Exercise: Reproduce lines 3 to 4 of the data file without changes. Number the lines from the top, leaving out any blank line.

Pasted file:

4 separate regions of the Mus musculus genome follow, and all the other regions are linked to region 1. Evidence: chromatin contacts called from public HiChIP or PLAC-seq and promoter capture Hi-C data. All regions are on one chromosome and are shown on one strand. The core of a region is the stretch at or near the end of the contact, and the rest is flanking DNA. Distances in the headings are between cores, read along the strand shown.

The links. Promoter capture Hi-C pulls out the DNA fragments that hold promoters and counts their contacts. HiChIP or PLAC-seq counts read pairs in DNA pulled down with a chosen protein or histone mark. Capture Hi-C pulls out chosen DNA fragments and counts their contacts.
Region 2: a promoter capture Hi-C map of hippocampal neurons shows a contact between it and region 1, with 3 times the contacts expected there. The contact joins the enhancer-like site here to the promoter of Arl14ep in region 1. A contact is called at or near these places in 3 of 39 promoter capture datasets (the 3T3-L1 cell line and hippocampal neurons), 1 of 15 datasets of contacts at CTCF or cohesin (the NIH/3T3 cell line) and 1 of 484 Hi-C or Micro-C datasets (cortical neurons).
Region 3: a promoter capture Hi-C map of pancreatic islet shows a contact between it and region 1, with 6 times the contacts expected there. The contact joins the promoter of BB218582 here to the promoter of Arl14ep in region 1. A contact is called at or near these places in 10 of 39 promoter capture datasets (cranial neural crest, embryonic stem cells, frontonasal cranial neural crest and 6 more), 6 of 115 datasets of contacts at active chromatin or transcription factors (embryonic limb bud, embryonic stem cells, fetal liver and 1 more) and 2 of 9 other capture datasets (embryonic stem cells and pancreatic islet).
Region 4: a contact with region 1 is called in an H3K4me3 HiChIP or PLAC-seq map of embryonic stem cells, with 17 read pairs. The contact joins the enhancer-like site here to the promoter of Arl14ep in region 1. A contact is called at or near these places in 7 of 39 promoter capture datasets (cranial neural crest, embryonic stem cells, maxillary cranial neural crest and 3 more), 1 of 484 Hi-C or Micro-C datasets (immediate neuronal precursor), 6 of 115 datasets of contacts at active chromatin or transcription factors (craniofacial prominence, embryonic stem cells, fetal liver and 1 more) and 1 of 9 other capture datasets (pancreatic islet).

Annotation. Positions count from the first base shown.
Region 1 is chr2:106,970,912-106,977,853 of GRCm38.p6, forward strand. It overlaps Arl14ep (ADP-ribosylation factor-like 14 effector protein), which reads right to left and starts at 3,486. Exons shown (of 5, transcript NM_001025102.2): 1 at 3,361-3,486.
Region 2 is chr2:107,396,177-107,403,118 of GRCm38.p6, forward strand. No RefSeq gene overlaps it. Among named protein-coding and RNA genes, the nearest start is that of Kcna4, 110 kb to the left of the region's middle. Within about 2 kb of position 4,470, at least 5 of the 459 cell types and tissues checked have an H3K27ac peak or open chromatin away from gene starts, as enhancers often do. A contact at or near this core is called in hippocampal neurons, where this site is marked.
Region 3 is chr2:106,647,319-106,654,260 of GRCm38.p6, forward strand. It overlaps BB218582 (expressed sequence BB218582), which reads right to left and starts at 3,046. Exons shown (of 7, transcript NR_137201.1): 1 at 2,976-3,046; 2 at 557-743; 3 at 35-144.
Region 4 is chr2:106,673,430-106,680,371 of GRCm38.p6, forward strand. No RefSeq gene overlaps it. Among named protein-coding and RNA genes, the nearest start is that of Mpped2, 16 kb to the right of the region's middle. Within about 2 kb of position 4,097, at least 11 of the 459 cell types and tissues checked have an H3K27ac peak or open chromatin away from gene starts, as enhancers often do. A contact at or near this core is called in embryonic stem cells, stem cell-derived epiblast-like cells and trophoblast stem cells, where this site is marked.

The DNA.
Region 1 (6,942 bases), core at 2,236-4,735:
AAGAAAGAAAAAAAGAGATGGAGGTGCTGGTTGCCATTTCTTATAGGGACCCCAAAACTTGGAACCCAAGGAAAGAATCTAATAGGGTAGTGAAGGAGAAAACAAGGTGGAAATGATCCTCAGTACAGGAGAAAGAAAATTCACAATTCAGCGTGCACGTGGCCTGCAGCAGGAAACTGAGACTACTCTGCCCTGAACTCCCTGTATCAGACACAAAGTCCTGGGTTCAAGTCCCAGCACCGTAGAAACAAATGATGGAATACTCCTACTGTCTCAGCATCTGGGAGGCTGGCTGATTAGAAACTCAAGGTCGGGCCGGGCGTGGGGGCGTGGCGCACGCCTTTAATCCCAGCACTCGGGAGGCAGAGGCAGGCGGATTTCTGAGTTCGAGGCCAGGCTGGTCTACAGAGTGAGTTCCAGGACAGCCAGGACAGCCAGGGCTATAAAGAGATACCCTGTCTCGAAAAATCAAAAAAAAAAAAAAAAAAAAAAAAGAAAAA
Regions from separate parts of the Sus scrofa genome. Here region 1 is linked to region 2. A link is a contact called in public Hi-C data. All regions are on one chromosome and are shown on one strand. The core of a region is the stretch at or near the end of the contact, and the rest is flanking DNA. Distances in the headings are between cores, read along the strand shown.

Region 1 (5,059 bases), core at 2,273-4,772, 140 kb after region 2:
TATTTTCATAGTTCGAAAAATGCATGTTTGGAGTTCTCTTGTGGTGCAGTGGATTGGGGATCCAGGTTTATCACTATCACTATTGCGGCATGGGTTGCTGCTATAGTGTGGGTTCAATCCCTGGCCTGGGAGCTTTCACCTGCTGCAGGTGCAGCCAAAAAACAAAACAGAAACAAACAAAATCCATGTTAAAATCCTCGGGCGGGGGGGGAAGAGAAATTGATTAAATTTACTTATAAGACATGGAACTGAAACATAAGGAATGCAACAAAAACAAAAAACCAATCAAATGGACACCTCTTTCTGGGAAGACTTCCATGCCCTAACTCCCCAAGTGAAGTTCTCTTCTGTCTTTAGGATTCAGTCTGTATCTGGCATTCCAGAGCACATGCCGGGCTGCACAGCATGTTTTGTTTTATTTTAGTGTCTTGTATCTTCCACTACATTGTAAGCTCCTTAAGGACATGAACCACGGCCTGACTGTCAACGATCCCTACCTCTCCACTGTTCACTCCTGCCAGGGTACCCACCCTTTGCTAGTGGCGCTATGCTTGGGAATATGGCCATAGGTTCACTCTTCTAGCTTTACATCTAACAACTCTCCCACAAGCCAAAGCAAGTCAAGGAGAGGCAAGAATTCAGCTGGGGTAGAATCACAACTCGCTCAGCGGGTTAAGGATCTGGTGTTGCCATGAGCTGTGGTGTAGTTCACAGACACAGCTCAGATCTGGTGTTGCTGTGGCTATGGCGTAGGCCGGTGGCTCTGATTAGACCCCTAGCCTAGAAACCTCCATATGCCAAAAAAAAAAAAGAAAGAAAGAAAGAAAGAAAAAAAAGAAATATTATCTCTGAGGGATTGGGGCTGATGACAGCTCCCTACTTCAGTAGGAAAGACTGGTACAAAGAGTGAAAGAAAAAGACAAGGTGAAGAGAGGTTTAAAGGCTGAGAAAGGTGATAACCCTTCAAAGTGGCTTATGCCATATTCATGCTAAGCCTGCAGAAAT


Region 2: a promoter capture Hi-C map of hippocampal neurons shows a contact between it and region 1, with 3 times the contacts expected there. The contact joins the enhancer-like site here to the promoter of Arl14ep in region 1. A contact is called at or near these places in 3 of 39 promoter capture datasets (the 3T3-L1 cell line and hippocampal neurons), 1 of 15 datasets of contacts at CTCF or cohesin (the NIH/3T3 cell line) and 1 of 484 Hi-C or Micro-C datasets (cortical neurons).
Region 3: a promoter capture Hi-C map of pancreatic islet shows a contact between it and region 1, with 6 times the contacts expected there. The contact joins the promoter of BB218582 here to the promoter of Arl14ep in region 1. A contact is called at or near these places in 10 of 39 promoter capture datasets (cranial neural crest, embryonic stem cells, frontonasal cranial neural crest and 6 more), 6 of 115 datasets of contacts at active chromatin or transcription factors (embryonic limb bud, embryonic stem cells, fetal liver and 1 more) and 2 of 9 other capture datasets (embryonic stem cells and pancreatic islet).